Father and Son Help Solve Unsolved 1969 Bank Robbery

A father and son team has helped police solve an unsolved bank robbery in New Jersey. Ted Conrad left work on June 16, 1969 carrying a large cash bag. Conrad confessed to the crime and walked out of work with the bag in his hand. The father and son team gathered evidence that prompted the bank to release more than $800,000 from the Conrad family’s bank account.

Ted Conrad lived under fictitious name Thomas Randele

Ted Conrad, a bank robber in Boston, Massachusetts, pulled off a heist in 1969 and lived under that fictitious name until last may. He was a bank teller at the Society National Bank in Boston when he stole $215,000 in cash from a safe. He was caught when his wife asked golfing buddies and co-workers to come by and help her find the missing money.

The robbery left a trail of destruction. Conrad walked out of the bank alone on July 11, 1969. He took the money and fled the scene. He believed he could return home after he had crossed the country. He cut all contact with his family and many believed he had died.

After the heist, authorities did not realize that Conrad was still at large, so he escaped. During the robbery, Conrad had a head start. John Elliott and Conrad shared a doctor and knew each other well. This gave Conrad a huge advantage over Elliott. The robber also had an advantage over authorities because he was well-organized and used a fictitious name.

Following the heist, Conrad adopted the fictitious name Thomas Randele and moved to Lynnfield, Mass., where he died of lung cancer in May. This town is also the setting of the 1968 Steve McQueen film, The Thomas Crown Affair, in which a millionaire commits a bank robbery.

Marshals from Cleveland, Ohio, traveled to Lynnfield, Massachusetts, to find Thomas Conrad. His address was about 21 miles from the location of the crime. After his arrest, he filed for bankruptcy in the Boston Federal Court in 2014 and later died of lung cancer in 2021. Conrad was not caught in a second attempt. It is not clear why Conrad kept his identity secret for so long.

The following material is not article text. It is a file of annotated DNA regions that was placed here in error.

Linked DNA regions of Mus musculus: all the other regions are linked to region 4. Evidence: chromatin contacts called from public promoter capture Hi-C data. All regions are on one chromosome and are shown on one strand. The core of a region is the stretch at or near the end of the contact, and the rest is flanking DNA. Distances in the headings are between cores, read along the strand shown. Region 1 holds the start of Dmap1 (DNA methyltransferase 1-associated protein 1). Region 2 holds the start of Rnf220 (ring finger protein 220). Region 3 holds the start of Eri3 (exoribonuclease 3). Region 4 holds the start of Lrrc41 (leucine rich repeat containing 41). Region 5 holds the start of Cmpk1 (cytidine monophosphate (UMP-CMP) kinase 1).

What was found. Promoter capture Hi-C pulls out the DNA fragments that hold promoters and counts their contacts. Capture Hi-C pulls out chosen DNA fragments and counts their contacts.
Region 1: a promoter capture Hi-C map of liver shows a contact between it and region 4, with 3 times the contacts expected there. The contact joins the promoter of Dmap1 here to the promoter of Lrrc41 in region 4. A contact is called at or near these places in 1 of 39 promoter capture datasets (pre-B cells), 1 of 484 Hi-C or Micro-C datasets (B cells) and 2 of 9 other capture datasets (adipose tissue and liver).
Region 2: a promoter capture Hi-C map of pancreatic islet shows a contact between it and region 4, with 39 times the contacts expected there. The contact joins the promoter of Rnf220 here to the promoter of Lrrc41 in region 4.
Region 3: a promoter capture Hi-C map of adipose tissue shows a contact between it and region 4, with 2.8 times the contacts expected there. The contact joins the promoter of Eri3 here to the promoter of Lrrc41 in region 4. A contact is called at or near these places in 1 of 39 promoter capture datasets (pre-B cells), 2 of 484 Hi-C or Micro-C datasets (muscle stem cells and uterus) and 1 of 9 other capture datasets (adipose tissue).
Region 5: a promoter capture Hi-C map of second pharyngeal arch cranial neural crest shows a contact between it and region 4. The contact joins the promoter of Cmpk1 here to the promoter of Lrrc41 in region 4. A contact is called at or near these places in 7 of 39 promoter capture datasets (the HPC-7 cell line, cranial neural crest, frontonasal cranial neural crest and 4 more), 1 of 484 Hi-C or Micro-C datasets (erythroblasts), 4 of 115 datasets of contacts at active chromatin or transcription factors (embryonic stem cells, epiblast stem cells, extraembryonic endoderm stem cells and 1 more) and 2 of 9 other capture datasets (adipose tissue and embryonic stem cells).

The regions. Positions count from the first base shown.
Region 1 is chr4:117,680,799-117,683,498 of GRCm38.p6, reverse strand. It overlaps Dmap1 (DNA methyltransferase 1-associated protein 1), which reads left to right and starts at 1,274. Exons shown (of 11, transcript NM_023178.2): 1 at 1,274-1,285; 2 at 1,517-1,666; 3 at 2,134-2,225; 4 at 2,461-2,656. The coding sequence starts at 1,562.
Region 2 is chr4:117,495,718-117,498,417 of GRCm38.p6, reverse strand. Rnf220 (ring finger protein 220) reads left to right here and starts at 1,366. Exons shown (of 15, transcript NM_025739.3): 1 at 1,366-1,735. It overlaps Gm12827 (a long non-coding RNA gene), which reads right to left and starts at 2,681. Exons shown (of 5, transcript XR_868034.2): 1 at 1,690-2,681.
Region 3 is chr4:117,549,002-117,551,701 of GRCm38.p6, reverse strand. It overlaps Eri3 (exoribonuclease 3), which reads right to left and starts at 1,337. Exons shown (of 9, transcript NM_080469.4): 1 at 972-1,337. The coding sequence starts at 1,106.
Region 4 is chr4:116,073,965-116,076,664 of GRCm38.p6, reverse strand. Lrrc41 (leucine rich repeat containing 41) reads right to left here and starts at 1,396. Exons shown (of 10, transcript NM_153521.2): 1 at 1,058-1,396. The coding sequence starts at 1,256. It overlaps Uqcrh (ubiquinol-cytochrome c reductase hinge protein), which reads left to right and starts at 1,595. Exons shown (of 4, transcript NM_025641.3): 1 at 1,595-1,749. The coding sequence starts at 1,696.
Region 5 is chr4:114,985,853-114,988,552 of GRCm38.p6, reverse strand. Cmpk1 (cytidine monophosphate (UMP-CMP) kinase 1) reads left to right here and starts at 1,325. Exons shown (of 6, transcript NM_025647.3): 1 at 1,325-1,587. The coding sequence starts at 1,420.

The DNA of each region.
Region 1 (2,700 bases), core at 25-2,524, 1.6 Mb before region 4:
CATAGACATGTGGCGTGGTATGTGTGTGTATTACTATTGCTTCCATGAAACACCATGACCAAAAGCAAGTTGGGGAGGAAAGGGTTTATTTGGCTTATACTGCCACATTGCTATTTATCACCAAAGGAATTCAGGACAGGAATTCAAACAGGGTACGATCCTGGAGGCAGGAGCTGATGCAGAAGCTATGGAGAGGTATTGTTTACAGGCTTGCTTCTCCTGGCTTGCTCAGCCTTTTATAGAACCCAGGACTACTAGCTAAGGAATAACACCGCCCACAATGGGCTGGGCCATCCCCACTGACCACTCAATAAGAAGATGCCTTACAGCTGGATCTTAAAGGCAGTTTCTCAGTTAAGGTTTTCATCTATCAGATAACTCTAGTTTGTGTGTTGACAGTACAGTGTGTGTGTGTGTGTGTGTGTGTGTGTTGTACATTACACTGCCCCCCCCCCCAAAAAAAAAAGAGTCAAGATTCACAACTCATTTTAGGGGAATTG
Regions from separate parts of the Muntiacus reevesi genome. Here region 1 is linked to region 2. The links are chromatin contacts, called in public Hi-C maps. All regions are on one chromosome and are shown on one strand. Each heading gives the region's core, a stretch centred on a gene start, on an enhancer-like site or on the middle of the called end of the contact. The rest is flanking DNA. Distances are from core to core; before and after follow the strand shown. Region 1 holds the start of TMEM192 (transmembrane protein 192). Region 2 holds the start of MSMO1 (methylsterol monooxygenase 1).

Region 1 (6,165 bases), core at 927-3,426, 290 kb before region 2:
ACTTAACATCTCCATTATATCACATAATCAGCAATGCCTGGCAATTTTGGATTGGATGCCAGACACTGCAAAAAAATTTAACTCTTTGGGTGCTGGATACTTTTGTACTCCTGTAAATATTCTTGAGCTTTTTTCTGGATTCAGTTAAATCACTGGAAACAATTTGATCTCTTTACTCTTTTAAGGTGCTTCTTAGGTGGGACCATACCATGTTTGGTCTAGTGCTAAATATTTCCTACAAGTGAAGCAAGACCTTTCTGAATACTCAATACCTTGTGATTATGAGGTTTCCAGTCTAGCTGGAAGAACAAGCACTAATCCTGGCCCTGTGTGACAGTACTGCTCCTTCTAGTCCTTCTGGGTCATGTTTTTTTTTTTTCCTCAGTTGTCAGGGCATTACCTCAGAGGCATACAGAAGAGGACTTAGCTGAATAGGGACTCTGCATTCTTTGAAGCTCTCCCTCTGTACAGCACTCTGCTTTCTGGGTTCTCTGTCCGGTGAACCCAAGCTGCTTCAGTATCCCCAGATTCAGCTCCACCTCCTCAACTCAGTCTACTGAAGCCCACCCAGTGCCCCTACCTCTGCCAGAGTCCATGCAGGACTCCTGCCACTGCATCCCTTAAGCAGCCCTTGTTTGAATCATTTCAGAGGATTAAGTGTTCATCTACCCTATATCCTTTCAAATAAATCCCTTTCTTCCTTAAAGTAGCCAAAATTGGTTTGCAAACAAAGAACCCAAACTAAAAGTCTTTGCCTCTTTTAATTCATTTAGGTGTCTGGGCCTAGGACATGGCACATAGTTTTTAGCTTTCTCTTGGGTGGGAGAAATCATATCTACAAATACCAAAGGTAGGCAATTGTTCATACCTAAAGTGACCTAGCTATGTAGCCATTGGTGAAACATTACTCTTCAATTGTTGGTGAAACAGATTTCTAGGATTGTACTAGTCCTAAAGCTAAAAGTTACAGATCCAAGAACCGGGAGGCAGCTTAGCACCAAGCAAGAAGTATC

The investigation began with an obituary of Mr. Conrad. It incorrectly listed July 10, 1947 as the date of birth. The true date was July 10, 1949. It was a similar day. Also, his parents’ names were almost identical. The obituary also mentioned Denver and not New England College. That’s a clue as to where he lived at the time of the crime.

Conrad confessed to bank robbery

Theodore Conrad admitted to robbing a bank in 1969 and is wanted by the FBI. He was just 21 years old when the heist occurred and the money from the vault was worth $215,000, or about $1.6 million today. He confessed in a summary report compiled by marshals. Investigators chased leads across the country and eventually found him.

Conrad spent almost five decades hiding from the law. Conrad disguised himself as a bank teller to hide his true identity. Eventually, he settled in Boston under the name Thomas Randele and married Kathy. He then worked in the car business for 40 years before retiring in 2014.

The Cleveland-based Marshals revealed that Conrad lived under an alias. He had cut off all contact with his siblings and divorced parents. Some believed he was dead, so his family believed he was. He confessed to the crime but he didn’t intend to remorse when he died.

Conrad was inspired by the character of Steve McQueen’s obituary to commit the heist. He drove an MG sports car and drank expensive gin. He played billiards, golf, and fantasized. Conrad was just twenty years old when he planned the robbery. He was inspired by a 1968 Steve McQueen film called The Thomas Crown Affair and prepared hundreds of thousands of dollars from his employer.

During the heist, John Elliott, a US marshal, was nearby. Both Conrad and Elliott shared a doctor, so they had a leg up on the authorities. This gave Conrad an advantage over the others because he was more disciplined and had an advantage over them. In addition, a Cleveland couple who lived in Hawaii recognized Conrad and confessed to the robbery after they met him.

Elliott’s father was obsessed with Conrad. The two of them had met in Lakewood, where both Conrad and Elliott attended high school. Elliott’s father, also named Elliott went to the same doctor. They even took their children to the same ice cream store. Elliott’s father did not give up on Conrad because of his involvement in the bank robbery. Elliott believes his daughter and wife knew the story was coming.